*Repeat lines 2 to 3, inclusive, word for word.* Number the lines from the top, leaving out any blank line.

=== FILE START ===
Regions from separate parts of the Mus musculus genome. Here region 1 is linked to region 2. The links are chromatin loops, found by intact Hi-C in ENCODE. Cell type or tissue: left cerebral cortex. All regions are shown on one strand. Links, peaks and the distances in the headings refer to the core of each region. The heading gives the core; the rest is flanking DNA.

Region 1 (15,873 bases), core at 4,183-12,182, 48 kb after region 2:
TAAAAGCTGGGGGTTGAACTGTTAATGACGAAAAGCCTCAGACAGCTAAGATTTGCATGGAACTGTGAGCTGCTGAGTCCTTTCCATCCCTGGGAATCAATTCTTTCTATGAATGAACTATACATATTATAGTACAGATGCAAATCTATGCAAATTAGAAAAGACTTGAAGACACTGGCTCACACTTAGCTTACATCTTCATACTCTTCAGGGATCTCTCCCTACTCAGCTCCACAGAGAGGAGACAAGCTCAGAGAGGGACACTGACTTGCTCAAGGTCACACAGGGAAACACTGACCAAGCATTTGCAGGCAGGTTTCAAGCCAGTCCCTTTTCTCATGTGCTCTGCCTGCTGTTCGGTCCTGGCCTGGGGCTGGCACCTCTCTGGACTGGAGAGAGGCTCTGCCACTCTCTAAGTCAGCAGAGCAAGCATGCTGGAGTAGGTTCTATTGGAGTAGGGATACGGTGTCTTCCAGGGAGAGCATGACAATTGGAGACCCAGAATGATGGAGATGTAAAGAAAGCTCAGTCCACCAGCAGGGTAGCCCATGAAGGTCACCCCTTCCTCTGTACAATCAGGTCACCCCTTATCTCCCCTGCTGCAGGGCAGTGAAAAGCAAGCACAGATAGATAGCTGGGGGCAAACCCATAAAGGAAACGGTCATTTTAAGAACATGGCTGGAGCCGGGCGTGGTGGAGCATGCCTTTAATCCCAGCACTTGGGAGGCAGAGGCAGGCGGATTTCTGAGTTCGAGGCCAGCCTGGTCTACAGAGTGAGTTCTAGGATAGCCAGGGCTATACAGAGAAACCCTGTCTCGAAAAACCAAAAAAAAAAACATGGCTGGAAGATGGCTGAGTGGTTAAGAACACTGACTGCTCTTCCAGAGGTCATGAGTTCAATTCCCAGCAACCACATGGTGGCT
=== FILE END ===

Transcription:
Region 1 (15,873 bases), core at 4,183-12,182, 48 kb after region 2:
TAAAAGCTGGGGGTTGAACTGTTAATGACGAAAAGCCTCAGACAGCTAAGATTTGCATGGAACTGTGAGCTGCTGAGTCCTTTCCATCCCTGGGAATCAATTCTTTCTATGAATGAACTATACATATTATAGTACAGATGCAAATCTATGCAAATTAGAAAAGACTTGAAGACACTGGCTCACACTTAGCTTACATCTTCATACTCTTCAGGGATCTCTCCCTACTCAGCTCCACAGAGAGGAGACAAGCTCAGAGAGGGACACTGACTTGCTCAAGGTCACACAGGGAAACACTGACCAAGCATTTGCAGGCAGGTTTCAAGCCAGTCCCTTTTCTCATGTGCTCTGCCTGCTGTTCGGTCCTGGCCTGGGGCTGGCACCTCTCTGGACTGGAGAGAGGCTCTGCCACTCTCTAAGTCAGCAGAGCAAGCATGCTGGAGTAGGTTCTATTGGAGTAGGGATACGGTGTCTTCCAGGGAGAGCATGACAATTGGAGACCCAGAATGATGGAGATGTAAAGAAAGCTCAGTCCACCAGCAGGGTAGCCCATGAAGGTCACCCCTTCCTCTGTACAATCAGGTCACCCCTTATCTCCCCTGCTGCAGGGCAGTGAAAAGCAAGCACAGATAGATAGCTGGGGGCAAACCCATAAAGGAAACGGTCATTTTAAGAACATGGCTGGAGCCGGGCGTGGTGGAGCATGCCTTTAATCCCAGCACTTGGGAGGCAGAGGCAGGCGGATTTCTGAGTTCGAGGCCAGCCTGGTCTACAGAGTGAGTTCTAGGATAGCCAGGGCTATACAGAGAAACCCTGTCTCGAAAAACCAAAAAAAAAAACATGGCTGGAAGATGGCTGAGTGGTTAAGAACACTGACTGCTCTTCCAGAGGTCATGAGTTCAATTCCCAGCAACCACATGGTGGCT